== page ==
Mobile Loaves and Fishes (MLF) ministers to the homeless community here in Austin. They recently purchased a tract of land on which they plan to construct an affordable living community for the chronically homeless called Community First. The acreage includes space for trailers, RVs, micro-homes designed by University of Texas architecture students, a large garden with animals, a workshop, chapel, and a medical facility all in the hopes of being a self-sustaining community. The vision of Community First seeks to overcome the homeless mindset and demonstrate that home is more than a physical structure. Home is relationships and far more than just a roof.
MLF graciously allowed our freshman geometry class to participate with them in this project. They have asked our students to utilize their understanding of geometry by designing an awning for RVs. These awnings provide shade and protection to the roof of the RV but it is also creative and energy efficient. Furthermore, these awnings contribute to the mission of MLF in developing relationships and fostering true community.
This past Monday the students visited the MLF Community First project site so they could see the immediate fruit of their labor. The students spent time hearing directly from MLF representatives about their vision and their heart for the homeless, and also about the very real need they have in their design process that the students can meet. There were many questions asked, many measurements taken, and then more questions asked. The MLF representatives were very accommodating and thrilled to see the excitement that the students of Regents had over this opportunity. At the end of the project, these same MLF representatives will travel to Regents to hear the presentation of each team of students and then select a winning design.
As their teacher, I marvel at these students as they mature to understand that learning has NO meaning unless it produces a sustained and substantial influence not only on the way people think, but also on how they act, feel, worship, and serve. I am excited to see what the remainder of this semester holds.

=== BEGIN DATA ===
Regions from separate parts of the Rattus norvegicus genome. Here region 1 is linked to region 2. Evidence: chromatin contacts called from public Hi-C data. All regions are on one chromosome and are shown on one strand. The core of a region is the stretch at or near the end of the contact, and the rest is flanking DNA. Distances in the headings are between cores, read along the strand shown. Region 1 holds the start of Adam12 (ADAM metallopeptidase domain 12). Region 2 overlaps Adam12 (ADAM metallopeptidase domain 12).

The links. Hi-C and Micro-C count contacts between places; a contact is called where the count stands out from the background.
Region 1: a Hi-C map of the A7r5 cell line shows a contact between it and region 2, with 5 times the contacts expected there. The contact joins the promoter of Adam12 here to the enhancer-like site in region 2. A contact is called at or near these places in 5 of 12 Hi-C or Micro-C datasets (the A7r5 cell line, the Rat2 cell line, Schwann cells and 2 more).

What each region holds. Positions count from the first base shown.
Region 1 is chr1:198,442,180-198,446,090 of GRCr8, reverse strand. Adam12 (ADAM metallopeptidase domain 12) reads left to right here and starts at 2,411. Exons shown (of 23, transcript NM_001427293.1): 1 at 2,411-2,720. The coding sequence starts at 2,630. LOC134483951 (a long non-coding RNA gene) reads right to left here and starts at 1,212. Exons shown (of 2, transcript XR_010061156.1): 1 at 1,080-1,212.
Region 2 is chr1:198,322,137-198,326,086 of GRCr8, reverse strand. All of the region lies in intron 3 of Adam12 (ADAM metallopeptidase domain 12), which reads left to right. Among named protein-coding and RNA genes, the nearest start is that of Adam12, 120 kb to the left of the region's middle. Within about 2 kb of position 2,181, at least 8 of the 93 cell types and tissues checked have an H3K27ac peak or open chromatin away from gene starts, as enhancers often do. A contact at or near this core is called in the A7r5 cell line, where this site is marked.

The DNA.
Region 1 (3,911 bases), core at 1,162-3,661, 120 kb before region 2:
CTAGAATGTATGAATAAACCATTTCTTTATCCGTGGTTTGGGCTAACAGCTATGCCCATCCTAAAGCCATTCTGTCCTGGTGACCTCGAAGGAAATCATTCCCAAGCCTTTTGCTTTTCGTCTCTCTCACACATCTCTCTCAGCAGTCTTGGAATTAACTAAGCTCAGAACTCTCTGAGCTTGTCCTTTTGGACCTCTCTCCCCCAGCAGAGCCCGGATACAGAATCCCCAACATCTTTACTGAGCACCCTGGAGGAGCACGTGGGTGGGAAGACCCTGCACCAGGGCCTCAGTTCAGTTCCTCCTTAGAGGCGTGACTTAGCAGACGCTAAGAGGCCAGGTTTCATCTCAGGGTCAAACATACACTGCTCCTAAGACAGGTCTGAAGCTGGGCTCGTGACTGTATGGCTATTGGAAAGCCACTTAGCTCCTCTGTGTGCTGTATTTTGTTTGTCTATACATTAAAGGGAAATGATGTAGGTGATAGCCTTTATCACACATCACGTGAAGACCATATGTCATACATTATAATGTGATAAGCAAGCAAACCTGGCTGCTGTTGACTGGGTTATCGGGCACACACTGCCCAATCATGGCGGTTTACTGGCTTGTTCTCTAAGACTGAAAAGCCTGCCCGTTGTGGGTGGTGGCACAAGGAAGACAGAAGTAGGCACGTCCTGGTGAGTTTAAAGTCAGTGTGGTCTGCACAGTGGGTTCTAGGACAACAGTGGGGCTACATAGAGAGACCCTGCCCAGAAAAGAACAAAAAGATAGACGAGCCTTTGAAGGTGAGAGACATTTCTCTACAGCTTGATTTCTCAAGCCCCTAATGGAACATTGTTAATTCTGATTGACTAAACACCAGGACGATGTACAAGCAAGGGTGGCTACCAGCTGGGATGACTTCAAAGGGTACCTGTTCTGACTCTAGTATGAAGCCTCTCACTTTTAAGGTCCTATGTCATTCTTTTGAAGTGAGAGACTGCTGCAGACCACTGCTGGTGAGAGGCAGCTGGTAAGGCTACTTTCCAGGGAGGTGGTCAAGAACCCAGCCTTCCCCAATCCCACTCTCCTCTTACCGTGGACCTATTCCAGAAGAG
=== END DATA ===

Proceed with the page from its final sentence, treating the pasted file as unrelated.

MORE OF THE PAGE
SOR Mathematics Appreciation Teacher
Appreciating AP Statistics and Geometry www.GodandMath.com
Additional Pictures Not Included in the Newsletter:
As I’ve mentioned here before, I am a big fan of Josh Garrels. I spent four years in seminary and I don’t think I can teach theology as well as he does – and he does it through music. I was reading a recent interview with him and came across the quote above. “Any gift we are given is meant to be of service.” It is one thing to say this, it is another thing to live it out, and if you do any research on Josh Garrels you’ll find that he truly tries to embody this statement.
It is my hope that we will come to see the community of mathematics educators (and really all educators in general) commit themselves to this mantra: the gift of mathematics is meant to be of service. When I say “gift of mathematics” I’m not referring to just those people who have a natural inclination toward the subject. When I say “gift of mathematics” I simply mean the capacity to do mathematics and to think mathematically and this is gift that God instills into EVERY human being.
Over the past month or so I’ve hear several talks by people who truly understand that the church’s job is not retreat from culture but to engage it, and to engage it in a way that is distinctly Christian. Redemption doesn’t just happen at the individual spiritual level, it happens at a broader cultural level. The church’s job is to go out and get its hands dirty doing the work of service, and we accomplish this through the gifts that God has blessed us with.
One of the talks I heard was by Brian Thomas, an engineering professor at Baylor and faculty sponsor of Engineers with a Mission. His interests include developing simple, low cost, technologically appropriate ways to provide light and electricity to the poor of the majority world. He gave an excellent message on how engineering (which he defined as using math and science to solve problems for people) can be used as a missional gift and is an invaluable skill for doing ministry in the service of God and others. He has graciously allowed me to post the slides of his presentation below (all photos are copyrighted by Brian Thomas).
The second talk I heard was by Steve Vinton of Village Schools International. The purpose of Village Schools International is to “send missionary teachers to small villages in Africa to get involved in the lives of their students, that sharing the Gospel is the natural result of loving them.” While this is not a math-specific ministry, it does view education (of which mathematics is a large part) as a basic human need that the church can aid in meeting. I encourage you to follow the link above to read more about Village Schools International and to keep this ministry in your prayers. Specifically you can be praying for more workers, more open doors, and discernment for their leaders.